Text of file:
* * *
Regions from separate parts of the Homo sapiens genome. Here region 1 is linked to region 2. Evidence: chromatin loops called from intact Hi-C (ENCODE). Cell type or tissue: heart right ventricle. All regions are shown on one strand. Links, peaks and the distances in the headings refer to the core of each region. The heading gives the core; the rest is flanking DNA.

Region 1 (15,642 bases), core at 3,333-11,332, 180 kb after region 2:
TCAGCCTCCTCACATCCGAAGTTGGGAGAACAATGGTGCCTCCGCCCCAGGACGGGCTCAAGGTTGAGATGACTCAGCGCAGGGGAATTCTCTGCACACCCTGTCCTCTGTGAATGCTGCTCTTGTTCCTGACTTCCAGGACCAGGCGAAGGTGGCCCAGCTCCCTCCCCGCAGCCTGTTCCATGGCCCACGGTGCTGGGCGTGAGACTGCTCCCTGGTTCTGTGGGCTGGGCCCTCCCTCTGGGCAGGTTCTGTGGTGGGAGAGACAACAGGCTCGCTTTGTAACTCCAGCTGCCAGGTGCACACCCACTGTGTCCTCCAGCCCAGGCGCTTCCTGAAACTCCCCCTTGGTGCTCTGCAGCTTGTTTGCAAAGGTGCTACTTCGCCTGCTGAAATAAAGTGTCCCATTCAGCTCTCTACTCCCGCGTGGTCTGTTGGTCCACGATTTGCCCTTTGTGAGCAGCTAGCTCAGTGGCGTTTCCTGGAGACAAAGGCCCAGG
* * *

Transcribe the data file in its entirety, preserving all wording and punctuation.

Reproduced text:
Regions from separate parts of the Homo sapiens genome. Here region 1 is linked to region 2. Evidence: chromatin loops called from intact Hi-C (ENCODE). Cell type or tissue: heart right ventricle. All regions are shown on one strand. Links, peaks and the distances in the headings refer to the core of each region. The heading gives the core; the rest is flanking DNA.

Region 1 (15,642 bases), core at 3,333-11,332, 180 kb after region 2:
TCAGCCTCCTCACATCCGAAGTTGGGAGAACAATGGTGCCTCCGCCCCAGGACGGGCTCAAGGTTGAGATGACTCAGCGCAGGGGAATTCTCTGCACACCCTGTCCTCTGTGAATGCTGCTCTTGTTCCTGACTTCCAGGACCAGGCGAAGGTGGCCCAGCTCCCTCCCCGCAGCCTGTTCCATGGCCCACGGTGCTGGGCGTGAGACTGCTCCCTGGTTCTGTGGGCTGGGCCCTCCCTCTGGGCAGGTTCTGTGGTGGGAGAGACAACAGGCTCGCTTTGTAACTCCAGCTGCCAGGTGCACACCCACTGTGTCCTCCAGCCCAGGCGCTTCCTGAAACTCCCCCTTGGTGCTCTGCAGCTTGTTTGCAAAGGTGCTACTTCGCCTGCTGAAATAAAGTGTCCCATTCAGCTCTCTACTCCCGCGTGGTCTGTTGGTCCACGATTTGCCCTTTGTGAGCAGCTAGCTCAGTGGCGTTTCCTGGAGACAAAGGCCCAGG